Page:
|Publication number||US6812690 B2|
|Application number||US 10/116,598|
|Publication date||Nov 2, 2004|
|Filing date||Apr 4, 2002|
|Priority date||Apr 9, 2001|
|Also published as||CN1314975C, CN1460184A, EP1381875A1, US20020153876, WO2002082109A1|
|Publication number||10116598, 116598, US 6812690 B2, US 6812690B2, US-B2-6812690, US6812690 B2, US6812690B2|
|Inventors||Franciscus Gerardus Maria De Jong, Rodger Frank Schuttert, Johannes de Wilde|
|Original Assignee||Koninklijke Philips Electronics N.V.|
|Export Citation||BiBTeX, EndNote, RefMan|
|Patent Citations (19), Referenced by (9), Classifications (11), Legal Events (5)|
|External Links: USPTO, USPTO Assignment, Espacenet|
The invention relates to testing of connections to an integrated circuit that is mounted on a carrier.
From U.S. Pat. No. 5,963,038 it is known to provide a magnetic field sensor in an integrated circuit chip to test whether a power supply connection of the chip carries current.
Modern integrated circuit chips have many power supply connections. It is expected that in the near future more than 30% of the available connections to integrated circuit chips will involve power supply connections. This abundance of power supply connections poses a serious test problem, because the power supply connections tend to be interconnected outside and inside the chip. As a result, failure of a power supply connection does not always show up as a significant voltage drop of the power supply voltage inside the chip, or anywhere else, and so detection of the absence or presence of a supply voltage is no answer to the test problem. Also the chip processes data normally under most circumstances when one or a few of the power supply connections fail, so that the failure does not always show up in functional tests (tests that check whether test data is processed properly).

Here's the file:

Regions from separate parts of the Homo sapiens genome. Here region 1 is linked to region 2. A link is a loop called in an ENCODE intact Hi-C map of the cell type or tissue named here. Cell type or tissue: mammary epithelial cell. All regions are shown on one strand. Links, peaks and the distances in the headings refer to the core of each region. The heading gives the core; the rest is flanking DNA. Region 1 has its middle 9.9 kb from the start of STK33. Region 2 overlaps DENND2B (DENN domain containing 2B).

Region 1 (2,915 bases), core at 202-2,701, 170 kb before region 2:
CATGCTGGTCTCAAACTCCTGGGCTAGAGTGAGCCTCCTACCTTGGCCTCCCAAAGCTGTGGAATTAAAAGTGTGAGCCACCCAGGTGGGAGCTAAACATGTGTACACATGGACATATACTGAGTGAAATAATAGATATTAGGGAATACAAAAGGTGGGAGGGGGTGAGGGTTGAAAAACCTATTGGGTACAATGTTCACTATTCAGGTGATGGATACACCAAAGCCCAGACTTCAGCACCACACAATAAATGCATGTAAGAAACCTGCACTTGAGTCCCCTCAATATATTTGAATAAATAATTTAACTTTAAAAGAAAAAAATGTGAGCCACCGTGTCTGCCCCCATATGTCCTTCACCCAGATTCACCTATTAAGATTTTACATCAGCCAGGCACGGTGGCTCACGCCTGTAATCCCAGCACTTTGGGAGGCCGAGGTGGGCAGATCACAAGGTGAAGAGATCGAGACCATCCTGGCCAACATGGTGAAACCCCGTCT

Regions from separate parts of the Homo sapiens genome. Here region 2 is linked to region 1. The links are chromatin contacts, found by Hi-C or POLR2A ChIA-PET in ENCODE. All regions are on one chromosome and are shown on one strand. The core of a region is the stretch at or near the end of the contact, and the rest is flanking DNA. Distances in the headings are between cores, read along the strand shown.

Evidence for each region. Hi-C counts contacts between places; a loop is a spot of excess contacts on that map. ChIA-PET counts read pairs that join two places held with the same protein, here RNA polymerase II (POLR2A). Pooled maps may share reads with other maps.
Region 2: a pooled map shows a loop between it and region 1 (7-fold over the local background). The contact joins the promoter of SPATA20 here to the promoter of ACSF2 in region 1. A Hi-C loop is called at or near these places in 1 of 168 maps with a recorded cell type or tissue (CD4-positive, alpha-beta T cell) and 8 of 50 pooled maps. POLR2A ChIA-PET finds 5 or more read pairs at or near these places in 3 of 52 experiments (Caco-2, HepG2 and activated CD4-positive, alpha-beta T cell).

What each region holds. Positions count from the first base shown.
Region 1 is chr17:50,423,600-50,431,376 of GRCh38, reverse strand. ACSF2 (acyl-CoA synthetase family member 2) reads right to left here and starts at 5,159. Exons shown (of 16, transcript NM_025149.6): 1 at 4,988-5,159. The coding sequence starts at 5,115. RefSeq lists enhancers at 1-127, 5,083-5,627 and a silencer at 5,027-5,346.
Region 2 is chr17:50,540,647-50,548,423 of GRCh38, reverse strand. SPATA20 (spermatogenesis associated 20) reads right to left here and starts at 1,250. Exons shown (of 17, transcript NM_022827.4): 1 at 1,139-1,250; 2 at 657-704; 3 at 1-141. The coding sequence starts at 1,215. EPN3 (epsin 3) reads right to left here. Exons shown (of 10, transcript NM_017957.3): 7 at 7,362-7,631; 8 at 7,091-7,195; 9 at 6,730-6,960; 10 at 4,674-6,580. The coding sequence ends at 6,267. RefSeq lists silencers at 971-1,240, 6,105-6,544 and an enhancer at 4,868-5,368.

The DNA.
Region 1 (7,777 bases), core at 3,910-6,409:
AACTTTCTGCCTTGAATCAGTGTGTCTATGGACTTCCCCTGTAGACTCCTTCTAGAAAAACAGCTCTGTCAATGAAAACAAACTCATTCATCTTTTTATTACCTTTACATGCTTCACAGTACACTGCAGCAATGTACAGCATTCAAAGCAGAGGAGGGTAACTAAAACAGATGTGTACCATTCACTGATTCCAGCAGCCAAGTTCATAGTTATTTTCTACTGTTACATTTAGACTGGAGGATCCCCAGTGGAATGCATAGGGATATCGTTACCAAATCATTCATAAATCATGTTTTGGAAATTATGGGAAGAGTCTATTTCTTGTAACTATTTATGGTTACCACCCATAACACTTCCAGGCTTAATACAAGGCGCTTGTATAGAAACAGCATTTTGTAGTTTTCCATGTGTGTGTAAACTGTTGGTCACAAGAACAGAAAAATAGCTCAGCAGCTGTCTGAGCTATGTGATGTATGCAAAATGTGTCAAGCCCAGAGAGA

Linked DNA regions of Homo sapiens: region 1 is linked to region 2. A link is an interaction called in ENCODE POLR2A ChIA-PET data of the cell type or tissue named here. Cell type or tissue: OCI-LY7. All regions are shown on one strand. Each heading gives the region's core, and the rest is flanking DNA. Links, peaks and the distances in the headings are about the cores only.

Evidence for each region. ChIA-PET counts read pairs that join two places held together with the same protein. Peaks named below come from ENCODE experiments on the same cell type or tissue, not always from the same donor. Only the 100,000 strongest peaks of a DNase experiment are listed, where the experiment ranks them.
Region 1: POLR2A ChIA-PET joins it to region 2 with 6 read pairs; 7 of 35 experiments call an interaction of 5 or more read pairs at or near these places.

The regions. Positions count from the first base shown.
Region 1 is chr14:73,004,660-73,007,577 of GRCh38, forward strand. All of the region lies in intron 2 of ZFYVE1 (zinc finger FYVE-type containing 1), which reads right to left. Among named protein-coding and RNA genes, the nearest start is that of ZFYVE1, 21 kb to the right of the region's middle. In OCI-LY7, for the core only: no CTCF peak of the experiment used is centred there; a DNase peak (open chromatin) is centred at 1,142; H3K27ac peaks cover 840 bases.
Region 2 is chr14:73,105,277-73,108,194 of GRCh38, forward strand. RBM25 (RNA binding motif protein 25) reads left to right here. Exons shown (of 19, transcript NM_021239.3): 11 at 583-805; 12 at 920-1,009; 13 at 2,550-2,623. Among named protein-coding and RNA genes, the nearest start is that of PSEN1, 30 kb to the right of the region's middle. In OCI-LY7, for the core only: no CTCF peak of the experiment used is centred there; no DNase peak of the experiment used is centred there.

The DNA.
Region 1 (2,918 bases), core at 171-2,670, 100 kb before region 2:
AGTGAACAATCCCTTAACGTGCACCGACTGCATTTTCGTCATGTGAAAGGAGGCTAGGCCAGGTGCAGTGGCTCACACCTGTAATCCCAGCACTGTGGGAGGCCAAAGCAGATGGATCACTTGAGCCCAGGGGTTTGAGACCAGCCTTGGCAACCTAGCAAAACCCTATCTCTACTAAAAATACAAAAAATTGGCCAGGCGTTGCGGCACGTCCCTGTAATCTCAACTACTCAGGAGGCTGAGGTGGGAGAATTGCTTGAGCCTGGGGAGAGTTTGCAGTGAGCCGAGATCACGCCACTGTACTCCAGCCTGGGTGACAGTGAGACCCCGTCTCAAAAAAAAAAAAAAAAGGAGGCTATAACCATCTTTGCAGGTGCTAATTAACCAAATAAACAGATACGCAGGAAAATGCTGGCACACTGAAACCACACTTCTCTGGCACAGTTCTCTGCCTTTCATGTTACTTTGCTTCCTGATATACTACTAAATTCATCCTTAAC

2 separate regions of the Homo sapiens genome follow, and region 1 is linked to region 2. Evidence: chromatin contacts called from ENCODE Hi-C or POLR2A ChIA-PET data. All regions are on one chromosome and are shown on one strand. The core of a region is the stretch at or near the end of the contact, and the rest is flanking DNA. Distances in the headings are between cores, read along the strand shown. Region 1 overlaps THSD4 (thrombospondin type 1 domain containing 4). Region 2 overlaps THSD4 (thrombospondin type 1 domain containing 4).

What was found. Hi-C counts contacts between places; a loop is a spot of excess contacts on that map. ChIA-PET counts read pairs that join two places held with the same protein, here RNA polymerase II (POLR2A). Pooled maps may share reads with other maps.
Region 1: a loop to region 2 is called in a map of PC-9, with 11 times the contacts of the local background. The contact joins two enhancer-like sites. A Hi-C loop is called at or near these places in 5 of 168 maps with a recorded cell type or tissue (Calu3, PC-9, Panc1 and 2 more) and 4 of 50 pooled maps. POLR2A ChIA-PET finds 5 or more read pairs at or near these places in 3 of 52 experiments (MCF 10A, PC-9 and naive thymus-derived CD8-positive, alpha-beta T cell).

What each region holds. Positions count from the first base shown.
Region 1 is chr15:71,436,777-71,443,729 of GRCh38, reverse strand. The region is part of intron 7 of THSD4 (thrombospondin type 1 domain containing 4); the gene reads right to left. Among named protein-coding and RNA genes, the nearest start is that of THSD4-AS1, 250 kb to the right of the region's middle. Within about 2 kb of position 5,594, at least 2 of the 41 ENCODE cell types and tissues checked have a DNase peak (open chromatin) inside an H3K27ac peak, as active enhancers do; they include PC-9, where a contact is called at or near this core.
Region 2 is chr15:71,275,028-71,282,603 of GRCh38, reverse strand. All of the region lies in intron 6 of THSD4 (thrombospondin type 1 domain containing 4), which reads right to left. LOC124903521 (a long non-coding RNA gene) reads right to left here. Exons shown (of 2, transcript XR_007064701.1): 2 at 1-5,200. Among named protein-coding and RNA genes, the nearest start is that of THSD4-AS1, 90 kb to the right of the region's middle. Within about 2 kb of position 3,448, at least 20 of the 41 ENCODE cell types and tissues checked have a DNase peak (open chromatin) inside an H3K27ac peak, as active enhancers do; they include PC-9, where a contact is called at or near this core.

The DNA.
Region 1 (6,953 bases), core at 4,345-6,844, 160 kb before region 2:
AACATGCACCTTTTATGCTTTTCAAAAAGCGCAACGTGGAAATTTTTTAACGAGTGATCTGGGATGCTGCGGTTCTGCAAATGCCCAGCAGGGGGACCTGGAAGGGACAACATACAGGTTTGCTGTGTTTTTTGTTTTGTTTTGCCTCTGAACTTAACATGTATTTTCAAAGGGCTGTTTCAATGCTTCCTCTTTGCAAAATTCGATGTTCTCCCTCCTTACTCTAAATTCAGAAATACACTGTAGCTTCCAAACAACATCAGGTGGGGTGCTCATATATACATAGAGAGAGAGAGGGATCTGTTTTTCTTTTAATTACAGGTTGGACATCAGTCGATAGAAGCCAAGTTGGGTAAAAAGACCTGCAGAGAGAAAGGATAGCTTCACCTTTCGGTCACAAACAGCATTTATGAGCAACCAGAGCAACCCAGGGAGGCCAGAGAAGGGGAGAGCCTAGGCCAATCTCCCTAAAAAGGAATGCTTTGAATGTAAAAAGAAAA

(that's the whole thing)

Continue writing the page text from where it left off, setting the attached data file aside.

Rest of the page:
This has led to the proposal of techniques to perform testing by measuring currents through the power supply connections. One technique is to measure the voltage drop over a resistance in the supply path. The circuitry for such a measurement impose strict circuit requirements because such a resistance would either have to be very small or lead to a reduced supply voltage.
An alternative technique is to detect a magnetic field generated by the current through a power supply connection. U.S. Pat. No. 5,399,975 teaches the use of a probe that is held near to a power supply connection for the purpose of this test. However, this technique is cumbersome, because it requires special probes and accurate positioning of these probes. Moreover, this technique does not work when the current paths to the power supply connections are not individually accessible from outside the IC package, for example when they are underneath the IC package, between the package and a printed circuit board. Use of an external probe to access individual current paths is also impossible when a chip is packaged together with an interposer circuit on which connections are made between different power supply connections and possibly to other chips mounted on the same interposer circuit.